The statement should reflect the insights you gleaned from your customers and the knowledge gained through your competitive audit. And it should authentically reflect your company culture (see the Three Cs of Brand Development). It is supported by your purpose, your principles and your proof. And, in turn, it informs your promise and your personality.

Put people first

The principle of positioning was codified in the late 20th century in books like Competitive Advantage by Michael Porter and Positioning by Al Ries and Jack Trout. Because the ideas about positioning in these books were so strongly associated with 20th-century manufacturing, the product was always at the centre of the brand universe. But that has changed. Like everything else, branding has been disrupted. Many of the key principles still apply—you need to be different and you need to strive for uniqueness—but instead of starting with a product, you must start with a customer. Putting people at the centre of your brand means beginning with human realities, not marketing fantasies or competitive look-alikes. And putting real people at the centre of the branding process produces authentic insights that lead to unique opportunities to create brand experiences that can be almost impossible for competitors to replicate.

Some things haven’t changed. The more brands there are, the more they get lost in the minutiae of indistinguishable features and implausible claims of emotional benefits. In a market where customers have far greater influence and endless products are “good enough,” smart brands are more concerned with how they fit into people’s lives and culture than where they fit in the competitive landscape.

Exercise: Crafting a positioning statement

Above, we saw what a classic positioning statement looks like. Let’s unpack that a bit to demonstrate how you “fill in the blanks.” Remember our fictional vacuum cleaner:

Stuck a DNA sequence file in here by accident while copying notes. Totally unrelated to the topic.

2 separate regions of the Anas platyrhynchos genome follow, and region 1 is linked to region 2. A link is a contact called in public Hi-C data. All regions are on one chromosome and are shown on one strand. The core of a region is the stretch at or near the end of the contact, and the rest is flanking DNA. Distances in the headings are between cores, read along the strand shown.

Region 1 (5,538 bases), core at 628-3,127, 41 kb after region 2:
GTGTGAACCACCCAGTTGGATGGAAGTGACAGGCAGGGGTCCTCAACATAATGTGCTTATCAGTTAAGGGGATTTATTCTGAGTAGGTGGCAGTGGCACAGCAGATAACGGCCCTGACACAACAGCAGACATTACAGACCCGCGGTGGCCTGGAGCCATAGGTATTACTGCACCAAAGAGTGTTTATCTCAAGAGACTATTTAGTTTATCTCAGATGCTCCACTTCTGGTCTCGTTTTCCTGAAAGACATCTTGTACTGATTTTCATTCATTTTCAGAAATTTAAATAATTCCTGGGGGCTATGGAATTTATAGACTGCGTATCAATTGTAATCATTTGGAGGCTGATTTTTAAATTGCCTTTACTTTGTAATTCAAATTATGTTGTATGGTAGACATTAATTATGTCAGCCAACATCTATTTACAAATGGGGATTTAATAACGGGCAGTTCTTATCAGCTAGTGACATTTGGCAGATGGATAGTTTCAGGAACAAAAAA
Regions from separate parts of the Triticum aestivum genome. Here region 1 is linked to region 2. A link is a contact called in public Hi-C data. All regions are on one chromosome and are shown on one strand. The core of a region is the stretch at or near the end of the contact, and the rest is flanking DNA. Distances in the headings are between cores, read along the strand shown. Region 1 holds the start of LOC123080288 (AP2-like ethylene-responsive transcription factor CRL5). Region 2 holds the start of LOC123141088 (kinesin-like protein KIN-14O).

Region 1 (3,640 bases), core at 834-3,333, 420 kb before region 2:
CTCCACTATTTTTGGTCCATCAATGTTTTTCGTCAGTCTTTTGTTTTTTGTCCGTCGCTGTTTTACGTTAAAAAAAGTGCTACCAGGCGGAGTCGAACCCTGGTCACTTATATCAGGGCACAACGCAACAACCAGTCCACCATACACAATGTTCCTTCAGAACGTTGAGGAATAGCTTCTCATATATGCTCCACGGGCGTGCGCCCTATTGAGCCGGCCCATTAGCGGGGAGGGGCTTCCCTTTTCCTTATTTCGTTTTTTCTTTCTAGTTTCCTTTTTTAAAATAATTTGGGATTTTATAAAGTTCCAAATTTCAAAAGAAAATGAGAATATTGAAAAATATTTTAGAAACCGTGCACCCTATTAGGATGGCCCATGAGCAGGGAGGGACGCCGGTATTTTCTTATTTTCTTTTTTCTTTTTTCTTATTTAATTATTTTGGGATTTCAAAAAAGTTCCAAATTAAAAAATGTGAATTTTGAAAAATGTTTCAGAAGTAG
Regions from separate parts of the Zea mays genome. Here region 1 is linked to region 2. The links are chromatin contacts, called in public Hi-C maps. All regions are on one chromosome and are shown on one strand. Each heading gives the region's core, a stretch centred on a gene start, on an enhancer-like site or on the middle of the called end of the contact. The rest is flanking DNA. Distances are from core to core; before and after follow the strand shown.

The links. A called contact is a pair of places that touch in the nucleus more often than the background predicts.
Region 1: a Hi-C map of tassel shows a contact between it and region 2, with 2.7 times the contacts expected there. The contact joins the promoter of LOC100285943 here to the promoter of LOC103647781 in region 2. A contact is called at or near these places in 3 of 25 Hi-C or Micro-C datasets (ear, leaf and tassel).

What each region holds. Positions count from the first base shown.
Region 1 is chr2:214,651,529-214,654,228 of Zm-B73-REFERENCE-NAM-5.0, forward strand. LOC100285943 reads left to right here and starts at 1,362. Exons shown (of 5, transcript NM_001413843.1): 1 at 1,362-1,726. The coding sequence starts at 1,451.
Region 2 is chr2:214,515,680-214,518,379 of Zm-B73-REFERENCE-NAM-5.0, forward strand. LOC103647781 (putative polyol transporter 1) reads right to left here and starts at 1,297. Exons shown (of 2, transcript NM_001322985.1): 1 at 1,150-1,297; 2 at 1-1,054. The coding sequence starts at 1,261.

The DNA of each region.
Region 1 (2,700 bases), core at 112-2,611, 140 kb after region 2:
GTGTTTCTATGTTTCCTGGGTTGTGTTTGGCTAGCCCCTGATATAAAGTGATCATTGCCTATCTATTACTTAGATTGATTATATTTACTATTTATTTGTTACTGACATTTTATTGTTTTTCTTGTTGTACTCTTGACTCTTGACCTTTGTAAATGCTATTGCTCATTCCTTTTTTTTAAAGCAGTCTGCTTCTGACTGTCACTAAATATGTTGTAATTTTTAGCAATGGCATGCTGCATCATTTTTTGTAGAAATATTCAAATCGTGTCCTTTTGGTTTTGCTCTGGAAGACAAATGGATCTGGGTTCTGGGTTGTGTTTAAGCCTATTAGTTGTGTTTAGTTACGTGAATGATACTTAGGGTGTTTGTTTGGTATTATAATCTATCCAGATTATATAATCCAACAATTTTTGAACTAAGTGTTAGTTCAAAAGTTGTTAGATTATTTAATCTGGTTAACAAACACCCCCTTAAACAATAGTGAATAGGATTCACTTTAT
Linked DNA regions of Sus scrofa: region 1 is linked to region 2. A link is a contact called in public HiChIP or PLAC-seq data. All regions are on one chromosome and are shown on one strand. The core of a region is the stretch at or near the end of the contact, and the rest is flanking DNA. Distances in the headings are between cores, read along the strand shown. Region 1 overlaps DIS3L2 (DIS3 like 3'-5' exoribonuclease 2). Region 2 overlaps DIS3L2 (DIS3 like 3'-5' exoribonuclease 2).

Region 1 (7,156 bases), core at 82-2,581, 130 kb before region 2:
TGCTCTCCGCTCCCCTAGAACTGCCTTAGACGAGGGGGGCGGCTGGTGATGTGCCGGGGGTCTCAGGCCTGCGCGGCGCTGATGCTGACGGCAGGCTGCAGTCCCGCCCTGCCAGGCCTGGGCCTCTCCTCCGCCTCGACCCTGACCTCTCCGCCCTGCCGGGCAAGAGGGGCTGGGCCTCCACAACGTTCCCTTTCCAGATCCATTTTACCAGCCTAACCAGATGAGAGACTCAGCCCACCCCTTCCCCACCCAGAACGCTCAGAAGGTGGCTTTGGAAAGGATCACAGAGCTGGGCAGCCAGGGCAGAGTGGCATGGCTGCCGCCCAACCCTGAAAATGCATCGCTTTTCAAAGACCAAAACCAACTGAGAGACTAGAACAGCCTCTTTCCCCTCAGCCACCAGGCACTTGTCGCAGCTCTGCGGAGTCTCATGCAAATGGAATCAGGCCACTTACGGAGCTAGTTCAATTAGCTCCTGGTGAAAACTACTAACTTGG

For time-starved and cash-strapped facilities managers, Vacutron is the industrial-grade vacuum that covers more square footage and cleans more deeply than any other device on the market, relieving the stress of constantly having to do more with less, because it weighs less, is self-navigating and is AI-enabled.

The customer Based on information gathered from customer research
The brand Product or service name
The product What kind of product it is and what category it is in
Rational need (benefit) How the product will benefit the customer in a practical way
Emotional need (benefit) How the product will relieve emotional pain points
Proof These are proof points embedded in the product or service that provide evidence for the claims and promises you are making

Once you have crafted a draft, look at it through the lens of your purpose, principles and promise. If anything you claim in the statement is not supported by these three things, then you need to revisit the draft. Also check it against your competition. The last thing you want to do is replicate what other brands are doing.

Once you are able to check all these boxes, congratulations! You have a positioning statement.

Read more in this series

Read more about the 6Ps of branding, including: